And the hits just keep on a coming for the beleaguered Ohio State football program.
One day after the resignation of their wildly successful head coach, and as an investigation into the vehicles driven by Terrelle Pryor continues, a report has surfaced that the star quarterback has yet another vehicle-related issue with which to deal.
According to NBC4 in Columbus, Pryor has been driving on a suspended license for the past two weeks. BMV documents obtained by the television station show that Pryor’s license is under suspension until August for failing to provide proof of insurance. The BMV also told the station that there is no indication that he has any type of driving privileges.
Last night, Pryor was seen by multiple media outlets driving to and from the Woody Hayes Athletic Center in a 2007 Nissan 350z with temporary tags. Pryor had also recently been spotted driving a 2009 Dodge Challenger with dealer tags on it.
All told, Pryor’s reportedly driven at least eight different automobiles during his three years in Columbus. That “unusually high” number of vehicles being driven around the campus triggered what the Columbus Dispatch described yesterday as a “significant inquiry” by both the school and the NCAA.
In a related development, the car salesman at the center of what’s become a widening probe into the purchases of at least 50 vehicles by football players and family members released a sworn affidavit this afternoon, proclaiming that nothing untoward transpired during his dealings with members of the football program.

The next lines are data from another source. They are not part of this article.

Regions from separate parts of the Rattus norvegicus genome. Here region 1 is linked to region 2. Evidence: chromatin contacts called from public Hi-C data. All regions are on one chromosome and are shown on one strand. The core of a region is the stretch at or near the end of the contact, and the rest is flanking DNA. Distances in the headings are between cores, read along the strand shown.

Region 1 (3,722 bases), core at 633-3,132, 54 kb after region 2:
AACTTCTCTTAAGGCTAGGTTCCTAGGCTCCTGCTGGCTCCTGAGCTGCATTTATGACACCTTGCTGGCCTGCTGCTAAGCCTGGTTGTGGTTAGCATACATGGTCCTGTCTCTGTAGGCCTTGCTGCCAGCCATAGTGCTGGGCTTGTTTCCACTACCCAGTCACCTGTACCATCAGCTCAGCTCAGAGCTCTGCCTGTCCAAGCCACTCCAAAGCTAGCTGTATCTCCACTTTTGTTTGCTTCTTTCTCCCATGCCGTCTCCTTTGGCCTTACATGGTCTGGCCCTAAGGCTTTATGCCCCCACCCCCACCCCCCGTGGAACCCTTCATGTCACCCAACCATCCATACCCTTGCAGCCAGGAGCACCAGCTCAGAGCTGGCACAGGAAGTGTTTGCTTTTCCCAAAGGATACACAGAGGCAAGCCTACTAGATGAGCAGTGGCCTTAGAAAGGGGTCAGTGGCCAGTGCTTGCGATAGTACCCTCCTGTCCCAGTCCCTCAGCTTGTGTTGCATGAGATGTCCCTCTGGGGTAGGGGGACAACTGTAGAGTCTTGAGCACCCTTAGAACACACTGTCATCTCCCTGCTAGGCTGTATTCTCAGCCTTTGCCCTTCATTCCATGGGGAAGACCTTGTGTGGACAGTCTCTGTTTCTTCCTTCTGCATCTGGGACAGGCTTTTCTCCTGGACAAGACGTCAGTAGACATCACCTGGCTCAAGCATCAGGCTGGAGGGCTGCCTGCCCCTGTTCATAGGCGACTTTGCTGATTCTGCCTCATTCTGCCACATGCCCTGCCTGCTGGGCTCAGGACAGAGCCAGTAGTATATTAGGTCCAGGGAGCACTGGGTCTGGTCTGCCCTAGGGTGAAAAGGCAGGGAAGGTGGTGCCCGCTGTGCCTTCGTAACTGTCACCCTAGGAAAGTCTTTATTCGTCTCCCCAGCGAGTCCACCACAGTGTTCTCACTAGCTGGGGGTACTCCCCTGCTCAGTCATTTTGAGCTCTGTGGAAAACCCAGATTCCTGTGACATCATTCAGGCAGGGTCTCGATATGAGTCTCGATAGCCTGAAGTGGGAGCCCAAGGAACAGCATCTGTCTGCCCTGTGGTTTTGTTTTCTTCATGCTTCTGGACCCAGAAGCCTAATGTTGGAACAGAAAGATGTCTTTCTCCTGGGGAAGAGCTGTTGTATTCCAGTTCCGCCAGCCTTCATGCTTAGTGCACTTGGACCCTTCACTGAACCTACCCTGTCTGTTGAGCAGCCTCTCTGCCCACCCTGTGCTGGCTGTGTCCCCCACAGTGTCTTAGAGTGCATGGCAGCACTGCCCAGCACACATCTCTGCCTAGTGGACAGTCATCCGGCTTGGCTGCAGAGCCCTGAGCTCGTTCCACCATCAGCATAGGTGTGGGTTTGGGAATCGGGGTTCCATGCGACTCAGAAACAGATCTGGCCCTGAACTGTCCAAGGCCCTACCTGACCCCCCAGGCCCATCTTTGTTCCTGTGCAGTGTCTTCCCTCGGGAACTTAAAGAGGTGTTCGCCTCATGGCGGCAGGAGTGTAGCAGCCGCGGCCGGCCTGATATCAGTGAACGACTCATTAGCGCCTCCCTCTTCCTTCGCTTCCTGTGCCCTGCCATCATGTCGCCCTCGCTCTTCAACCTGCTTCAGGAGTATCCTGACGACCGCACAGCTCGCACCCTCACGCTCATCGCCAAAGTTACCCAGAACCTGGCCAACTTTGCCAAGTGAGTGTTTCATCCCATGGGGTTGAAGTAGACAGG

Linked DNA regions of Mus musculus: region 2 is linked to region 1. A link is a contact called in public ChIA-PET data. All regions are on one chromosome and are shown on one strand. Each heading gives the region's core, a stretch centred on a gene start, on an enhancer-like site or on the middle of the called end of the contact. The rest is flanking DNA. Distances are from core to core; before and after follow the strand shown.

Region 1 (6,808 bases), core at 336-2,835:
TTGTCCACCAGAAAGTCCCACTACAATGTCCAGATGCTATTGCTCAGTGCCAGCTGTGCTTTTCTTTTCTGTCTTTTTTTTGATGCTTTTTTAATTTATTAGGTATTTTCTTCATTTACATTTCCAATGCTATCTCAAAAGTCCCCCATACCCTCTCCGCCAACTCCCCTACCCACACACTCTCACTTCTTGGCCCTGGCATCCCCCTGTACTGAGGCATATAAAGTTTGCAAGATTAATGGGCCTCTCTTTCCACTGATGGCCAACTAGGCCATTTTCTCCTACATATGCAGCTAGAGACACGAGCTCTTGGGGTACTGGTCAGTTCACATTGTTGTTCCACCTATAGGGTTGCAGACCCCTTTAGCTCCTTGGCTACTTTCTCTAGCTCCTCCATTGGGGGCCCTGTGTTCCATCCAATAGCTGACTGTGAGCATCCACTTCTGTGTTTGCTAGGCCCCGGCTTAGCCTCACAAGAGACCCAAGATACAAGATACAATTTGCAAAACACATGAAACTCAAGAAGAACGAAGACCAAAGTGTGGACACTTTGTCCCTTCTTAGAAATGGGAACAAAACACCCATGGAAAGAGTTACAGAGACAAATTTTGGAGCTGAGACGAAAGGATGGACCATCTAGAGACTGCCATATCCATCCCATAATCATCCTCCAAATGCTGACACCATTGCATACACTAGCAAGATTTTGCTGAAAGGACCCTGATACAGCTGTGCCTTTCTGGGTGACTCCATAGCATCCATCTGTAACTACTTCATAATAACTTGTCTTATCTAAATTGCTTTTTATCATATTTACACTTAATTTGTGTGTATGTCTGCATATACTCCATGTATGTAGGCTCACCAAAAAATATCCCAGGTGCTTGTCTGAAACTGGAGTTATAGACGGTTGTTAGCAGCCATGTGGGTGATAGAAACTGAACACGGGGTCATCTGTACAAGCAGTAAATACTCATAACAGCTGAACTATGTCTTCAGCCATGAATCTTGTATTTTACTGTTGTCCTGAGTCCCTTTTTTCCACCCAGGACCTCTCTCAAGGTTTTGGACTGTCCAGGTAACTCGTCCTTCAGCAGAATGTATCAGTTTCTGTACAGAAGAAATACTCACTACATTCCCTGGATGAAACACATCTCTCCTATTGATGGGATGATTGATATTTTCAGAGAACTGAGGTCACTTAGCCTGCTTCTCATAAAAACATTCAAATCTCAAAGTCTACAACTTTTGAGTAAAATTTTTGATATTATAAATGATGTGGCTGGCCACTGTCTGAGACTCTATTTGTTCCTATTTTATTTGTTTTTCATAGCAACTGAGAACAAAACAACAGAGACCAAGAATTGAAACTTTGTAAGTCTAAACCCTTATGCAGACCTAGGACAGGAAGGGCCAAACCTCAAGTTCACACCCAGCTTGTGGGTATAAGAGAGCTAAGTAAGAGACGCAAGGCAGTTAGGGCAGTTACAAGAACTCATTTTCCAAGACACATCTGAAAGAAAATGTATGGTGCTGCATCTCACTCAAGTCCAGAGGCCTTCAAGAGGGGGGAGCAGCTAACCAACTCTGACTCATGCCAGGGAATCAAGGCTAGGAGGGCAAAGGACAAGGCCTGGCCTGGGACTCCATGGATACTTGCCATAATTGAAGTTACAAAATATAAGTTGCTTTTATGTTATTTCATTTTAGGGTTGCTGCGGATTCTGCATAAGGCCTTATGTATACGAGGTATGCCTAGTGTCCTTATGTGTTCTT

“The deals that I did for Ohio State student-athletes were no different than any of the other 10,000-plus deals that I’ve done for all my other customers,” Aaron Kniffin, a former employee of two Columbus-area dealerships, said in the statement.
“OSU student-athletes weren’t given any enticements to buy the car at my dealership,” Kniffin said. “At no time did memorabilia come into play when it came time to negotiate a deal or buy a car. I was never given any memorabilia from a student-athlete in exchange for a car deal.”
Kniffin’s denials notwithstanding, it’s becoming clearer by the day that Pryor, already suspended for the first five games of the 2011 season for receiving impermissible benefits, may very well have played his last down for the Buckeyes. In fact, OSU legend and ESPN analyst Chris Spielman went so far as to state on ESPN’s College Football Live show this afternoon that he thinks Pryor has played his final game as a Buckeye.
Regardless, we’re guessing that at this point in time there are myriad members of Buckeye Nation ruing the fact their school “won” the Pryor recruiting lottery back in the spring of 2008. And wishing that the post-Pryor era would commence post-haste.